Getting the Job
There are two common paths a person can take to become a consultant: a person can obtain a bachelor's degree in business administration or an MBA and then find a job at a major consulting firm; or a person can gain expertise in a specialty while working for a company and then seek employment with a large consulting firm or become an independent consultant.
Regardless of their career paths, successful consultants are able to sell themselves and their expertise. They keep a network of past and potential clients and often advertise their services in newspapers, magazines, and trade or professional periodicals.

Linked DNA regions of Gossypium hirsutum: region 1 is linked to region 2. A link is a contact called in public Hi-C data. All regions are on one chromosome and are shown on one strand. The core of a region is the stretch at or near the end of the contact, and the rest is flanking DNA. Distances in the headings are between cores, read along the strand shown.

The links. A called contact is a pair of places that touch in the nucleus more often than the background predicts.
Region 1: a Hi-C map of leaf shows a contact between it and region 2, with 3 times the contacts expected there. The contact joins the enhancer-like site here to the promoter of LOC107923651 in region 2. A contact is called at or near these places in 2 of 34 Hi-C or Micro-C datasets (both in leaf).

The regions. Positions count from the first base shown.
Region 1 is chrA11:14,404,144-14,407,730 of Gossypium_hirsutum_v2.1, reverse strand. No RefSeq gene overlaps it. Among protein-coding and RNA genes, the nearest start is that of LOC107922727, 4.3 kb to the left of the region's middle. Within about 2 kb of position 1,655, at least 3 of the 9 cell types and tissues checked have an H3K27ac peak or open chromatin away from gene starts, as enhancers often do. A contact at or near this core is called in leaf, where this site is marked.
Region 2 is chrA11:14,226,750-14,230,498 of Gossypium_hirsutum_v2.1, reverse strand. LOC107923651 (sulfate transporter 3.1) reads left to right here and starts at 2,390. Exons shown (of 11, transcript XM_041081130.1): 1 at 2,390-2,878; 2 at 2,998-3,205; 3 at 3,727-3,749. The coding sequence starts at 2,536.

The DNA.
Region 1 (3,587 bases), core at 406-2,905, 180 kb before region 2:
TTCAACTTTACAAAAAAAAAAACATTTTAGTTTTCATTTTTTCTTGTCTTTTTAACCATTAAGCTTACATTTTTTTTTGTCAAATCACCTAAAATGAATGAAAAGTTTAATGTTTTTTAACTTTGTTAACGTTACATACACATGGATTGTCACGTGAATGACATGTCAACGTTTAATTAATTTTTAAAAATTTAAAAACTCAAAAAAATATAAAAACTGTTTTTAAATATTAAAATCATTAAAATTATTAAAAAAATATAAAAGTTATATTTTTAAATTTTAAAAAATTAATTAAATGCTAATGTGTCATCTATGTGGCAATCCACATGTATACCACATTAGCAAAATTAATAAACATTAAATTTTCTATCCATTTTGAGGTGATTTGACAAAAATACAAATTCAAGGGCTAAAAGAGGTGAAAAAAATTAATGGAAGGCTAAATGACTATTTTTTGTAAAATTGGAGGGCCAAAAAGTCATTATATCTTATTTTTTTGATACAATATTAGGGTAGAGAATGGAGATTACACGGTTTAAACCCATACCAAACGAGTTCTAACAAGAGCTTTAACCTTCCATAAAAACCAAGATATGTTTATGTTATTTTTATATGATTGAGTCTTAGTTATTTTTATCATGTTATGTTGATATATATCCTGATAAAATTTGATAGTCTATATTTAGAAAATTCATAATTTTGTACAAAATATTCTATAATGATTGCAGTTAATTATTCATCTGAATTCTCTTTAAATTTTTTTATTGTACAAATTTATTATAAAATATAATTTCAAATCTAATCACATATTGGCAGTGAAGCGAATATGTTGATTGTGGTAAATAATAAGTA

Advancement Possibilities and Employment Outlook
Management consultants working for large firms typically follow a clearly defined corporate path to advancement. In most firms new consultants are referred to as associates or researchers. As they gain experience, consultants may be named senior associates and be given more responsibility and less supervision. After a number of years on the job, successful consultants may be named engagement managers, then senior engagement managers, with responsibility for supervising one or more projects. Ultimately, consultants at large firms hope to be named principals or partners in the firm.
Consultants with entrepreneurial ambitions often choose to start their own operations. Self-employed consultants must be able to acquire and keep enough clients to earn a profit.